Survey says some people aren't satisfied living in Grand Rapids
Lower levels of income and education linked to lower satisfaction levels
Newly released survey results from the Johnson Center for Philanthropy at Grand Valley State University show a disparity in how people rank their experience living in the city of Grand Rapids.
The Johnson Center hosted its first Community Research Summit on March 14 on GVSU’s Pew Campus to discuss the findings of the VoiceGR survey.
“We developed this summit to be an extension of our work, giving our community leaders an opportunity to explore the Community Research Institute’s data and to work together to spark innovation through our conversation,” said Jerry Johnson, director of the Community Research Institute.
The survey this year had a sample size of nearly 4,000 residents from Grand Rapids and Kent County.
“One of the first questions that we asked is how do you rate the city of Grand Rapids as a place to live and how do you rate your neighborhood as a place to live,” said Jodi Petersen, senior researcher at the Community Research Institute.
Overall, the results were positive with 87 percent of respondents saying that Grand Rapids is a good place to live. In addition, 79 percent of respondents said they are able to meet their basic needs.
Although the complete results look positive, the researchers questioned whether or not everyone agreed with them.
“When we look a little deeper look into the data, we saw that race, ethnicity, income and education matter,” Petersen said. “On nearly every factor, when we split groups into those categories we saw major disparities. We saw groups that didn’t have quite as easy of a time in Grand Rapids.”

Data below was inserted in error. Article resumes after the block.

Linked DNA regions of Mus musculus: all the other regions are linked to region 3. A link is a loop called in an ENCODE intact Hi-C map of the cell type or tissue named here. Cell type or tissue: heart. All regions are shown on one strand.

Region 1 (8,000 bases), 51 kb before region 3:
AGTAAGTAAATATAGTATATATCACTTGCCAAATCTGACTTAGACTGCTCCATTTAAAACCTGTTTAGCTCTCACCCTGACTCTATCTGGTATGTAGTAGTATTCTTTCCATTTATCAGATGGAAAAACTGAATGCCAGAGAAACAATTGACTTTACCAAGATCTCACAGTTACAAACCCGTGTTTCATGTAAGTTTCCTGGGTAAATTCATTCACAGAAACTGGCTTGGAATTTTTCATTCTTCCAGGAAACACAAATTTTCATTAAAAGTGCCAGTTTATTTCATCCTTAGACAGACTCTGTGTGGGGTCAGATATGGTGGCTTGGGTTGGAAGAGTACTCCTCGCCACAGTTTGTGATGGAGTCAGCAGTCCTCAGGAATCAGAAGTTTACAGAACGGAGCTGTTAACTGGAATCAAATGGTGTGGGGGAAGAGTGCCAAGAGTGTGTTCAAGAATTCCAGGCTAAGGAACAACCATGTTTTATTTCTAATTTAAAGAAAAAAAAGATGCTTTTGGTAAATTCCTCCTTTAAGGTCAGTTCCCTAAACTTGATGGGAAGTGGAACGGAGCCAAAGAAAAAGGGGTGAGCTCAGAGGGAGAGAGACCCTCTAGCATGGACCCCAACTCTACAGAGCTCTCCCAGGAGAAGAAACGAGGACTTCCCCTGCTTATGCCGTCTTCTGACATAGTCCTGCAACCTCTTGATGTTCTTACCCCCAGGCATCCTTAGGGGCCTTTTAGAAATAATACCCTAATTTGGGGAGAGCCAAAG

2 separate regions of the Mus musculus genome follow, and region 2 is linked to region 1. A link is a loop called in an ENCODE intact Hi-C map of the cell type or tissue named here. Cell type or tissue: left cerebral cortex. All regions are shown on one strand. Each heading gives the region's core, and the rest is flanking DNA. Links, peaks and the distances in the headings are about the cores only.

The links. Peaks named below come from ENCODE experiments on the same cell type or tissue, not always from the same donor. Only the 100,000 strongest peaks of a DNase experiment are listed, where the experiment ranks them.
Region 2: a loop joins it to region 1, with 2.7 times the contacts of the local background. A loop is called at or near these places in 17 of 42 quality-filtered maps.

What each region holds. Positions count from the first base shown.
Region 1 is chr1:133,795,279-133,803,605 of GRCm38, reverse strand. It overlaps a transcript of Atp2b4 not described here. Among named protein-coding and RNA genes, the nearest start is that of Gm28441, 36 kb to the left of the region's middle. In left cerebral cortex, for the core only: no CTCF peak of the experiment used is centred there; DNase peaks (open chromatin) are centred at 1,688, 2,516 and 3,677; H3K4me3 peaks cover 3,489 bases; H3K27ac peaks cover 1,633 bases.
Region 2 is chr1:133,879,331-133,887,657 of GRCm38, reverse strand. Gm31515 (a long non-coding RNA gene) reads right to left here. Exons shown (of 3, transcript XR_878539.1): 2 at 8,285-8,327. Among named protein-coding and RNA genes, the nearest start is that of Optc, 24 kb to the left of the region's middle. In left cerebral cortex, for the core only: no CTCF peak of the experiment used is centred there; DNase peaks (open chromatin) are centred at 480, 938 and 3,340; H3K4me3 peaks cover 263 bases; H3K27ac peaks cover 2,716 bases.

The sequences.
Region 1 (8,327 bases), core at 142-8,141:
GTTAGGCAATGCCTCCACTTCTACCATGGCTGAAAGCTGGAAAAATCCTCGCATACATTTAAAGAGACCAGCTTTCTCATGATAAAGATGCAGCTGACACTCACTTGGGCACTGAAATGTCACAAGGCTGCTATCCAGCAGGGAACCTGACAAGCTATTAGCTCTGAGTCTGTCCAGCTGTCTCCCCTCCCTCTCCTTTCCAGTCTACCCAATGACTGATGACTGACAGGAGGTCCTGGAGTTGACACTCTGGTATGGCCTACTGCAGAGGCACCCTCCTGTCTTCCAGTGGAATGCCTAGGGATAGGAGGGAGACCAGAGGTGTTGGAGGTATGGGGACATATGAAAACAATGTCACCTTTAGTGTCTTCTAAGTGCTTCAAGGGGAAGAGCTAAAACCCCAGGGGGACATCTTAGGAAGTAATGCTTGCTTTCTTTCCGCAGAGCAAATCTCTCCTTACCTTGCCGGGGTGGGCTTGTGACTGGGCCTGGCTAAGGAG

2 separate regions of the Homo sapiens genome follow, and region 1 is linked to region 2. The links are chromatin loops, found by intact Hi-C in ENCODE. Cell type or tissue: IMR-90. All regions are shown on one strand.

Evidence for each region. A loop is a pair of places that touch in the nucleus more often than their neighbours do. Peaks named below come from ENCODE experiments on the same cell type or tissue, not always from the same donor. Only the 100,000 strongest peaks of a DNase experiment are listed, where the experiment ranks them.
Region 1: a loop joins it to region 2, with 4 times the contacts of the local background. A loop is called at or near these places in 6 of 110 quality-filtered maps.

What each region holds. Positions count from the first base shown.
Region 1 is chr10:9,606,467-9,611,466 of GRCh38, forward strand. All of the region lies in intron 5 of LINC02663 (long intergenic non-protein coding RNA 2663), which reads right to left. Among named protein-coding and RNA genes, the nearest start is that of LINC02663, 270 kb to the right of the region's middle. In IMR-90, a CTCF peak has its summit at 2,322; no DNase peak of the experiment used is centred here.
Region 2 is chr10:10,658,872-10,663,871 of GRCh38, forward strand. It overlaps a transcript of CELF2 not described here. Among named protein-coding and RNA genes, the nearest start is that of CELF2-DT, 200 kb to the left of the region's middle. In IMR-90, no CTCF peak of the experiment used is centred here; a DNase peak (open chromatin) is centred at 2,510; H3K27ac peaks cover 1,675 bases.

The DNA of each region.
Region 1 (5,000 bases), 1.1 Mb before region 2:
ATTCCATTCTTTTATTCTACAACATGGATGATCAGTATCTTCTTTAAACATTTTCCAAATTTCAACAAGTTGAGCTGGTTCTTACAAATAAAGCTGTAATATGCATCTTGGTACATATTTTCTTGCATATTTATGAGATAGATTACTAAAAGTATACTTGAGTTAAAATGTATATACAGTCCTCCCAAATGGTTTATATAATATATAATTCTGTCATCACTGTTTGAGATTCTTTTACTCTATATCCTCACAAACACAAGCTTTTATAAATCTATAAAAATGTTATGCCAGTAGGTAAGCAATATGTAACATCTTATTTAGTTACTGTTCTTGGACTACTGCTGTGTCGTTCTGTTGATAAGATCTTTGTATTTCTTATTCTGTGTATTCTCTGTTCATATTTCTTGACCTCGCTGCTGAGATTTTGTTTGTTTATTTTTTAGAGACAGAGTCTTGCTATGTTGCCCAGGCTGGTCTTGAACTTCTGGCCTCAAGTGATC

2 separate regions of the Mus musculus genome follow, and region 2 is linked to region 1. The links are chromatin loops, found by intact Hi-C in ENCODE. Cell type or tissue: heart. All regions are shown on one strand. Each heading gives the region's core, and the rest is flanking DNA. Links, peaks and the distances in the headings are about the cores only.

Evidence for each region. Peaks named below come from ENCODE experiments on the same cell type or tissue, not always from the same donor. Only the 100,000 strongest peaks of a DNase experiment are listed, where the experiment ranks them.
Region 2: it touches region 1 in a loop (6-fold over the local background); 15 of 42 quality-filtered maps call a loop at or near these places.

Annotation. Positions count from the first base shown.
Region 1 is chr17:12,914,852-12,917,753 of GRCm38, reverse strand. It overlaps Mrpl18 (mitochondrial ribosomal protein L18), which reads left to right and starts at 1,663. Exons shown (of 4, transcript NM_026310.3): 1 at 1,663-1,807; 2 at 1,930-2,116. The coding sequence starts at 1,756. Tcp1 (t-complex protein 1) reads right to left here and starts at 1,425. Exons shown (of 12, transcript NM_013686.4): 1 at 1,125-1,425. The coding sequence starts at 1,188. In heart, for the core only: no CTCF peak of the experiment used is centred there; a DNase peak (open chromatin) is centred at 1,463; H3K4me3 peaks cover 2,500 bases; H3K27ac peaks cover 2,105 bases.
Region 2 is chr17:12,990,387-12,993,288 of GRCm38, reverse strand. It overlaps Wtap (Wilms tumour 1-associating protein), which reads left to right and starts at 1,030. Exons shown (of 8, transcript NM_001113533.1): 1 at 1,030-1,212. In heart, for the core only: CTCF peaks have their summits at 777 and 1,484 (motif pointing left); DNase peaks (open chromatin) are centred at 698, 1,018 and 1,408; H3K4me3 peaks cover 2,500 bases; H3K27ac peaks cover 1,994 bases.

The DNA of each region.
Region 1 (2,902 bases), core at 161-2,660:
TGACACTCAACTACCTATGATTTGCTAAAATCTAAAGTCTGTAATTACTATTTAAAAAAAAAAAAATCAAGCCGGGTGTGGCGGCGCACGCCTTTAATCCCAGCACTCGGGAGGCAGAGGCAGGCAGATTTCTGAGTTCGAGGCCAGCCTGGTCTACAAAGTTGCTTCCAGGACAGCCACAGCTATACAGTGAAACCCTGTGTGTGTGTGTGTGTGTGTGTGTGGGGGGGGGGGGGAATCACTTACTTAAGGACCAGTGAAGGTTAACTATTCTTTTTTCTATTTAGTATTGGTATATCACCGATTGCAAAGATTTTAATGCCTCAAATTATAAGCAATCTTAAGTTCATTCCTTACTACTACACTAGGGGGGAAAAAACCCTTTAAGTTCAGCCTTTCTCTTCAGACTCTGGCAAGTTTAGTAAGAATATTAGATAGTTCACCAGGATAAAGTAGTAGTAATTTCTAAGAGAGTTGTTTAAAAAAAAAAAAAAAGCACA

Petersen said that 93 percent of white respondents gave the city an A or B letter grade while only 77 percent of non-white respondents gave it a positive rating.
“People are having major differences in what it means to live in the Grand Rapids area,” she said.
There were similar results in the other areas of unemployment, education level, location above or below the poverty line, and feelings of safety in neighborhoods.
“If you are overall able to meet your needs, you rate the city as better, have a better health status and feel that everything is safer,” Petersen said.
VoiceGR began in 2001 in order to assess the needs of the community as told by its members and then to share the information with policymakers, businesses and nonprofit organizations.
“We wanted this to be a holistic picture of what people were feeling the needs were of their community,” Petersen said.
VoiceGR hopes that community leaders will take this information and use to it to help the community.
“This group of community leaders is going to be able to use this information more meaningfully as we are starting to break the information down into the populations that they serve,” said William Crawley, associate dean for the College of Community and Public Service. “Leaders can use this data to see if their interventions in the community are having the change that they hope it is.”
The full results of the survey are available on the Johnson Center for Philanthropy’s website at www.gvsu.edu/jcp.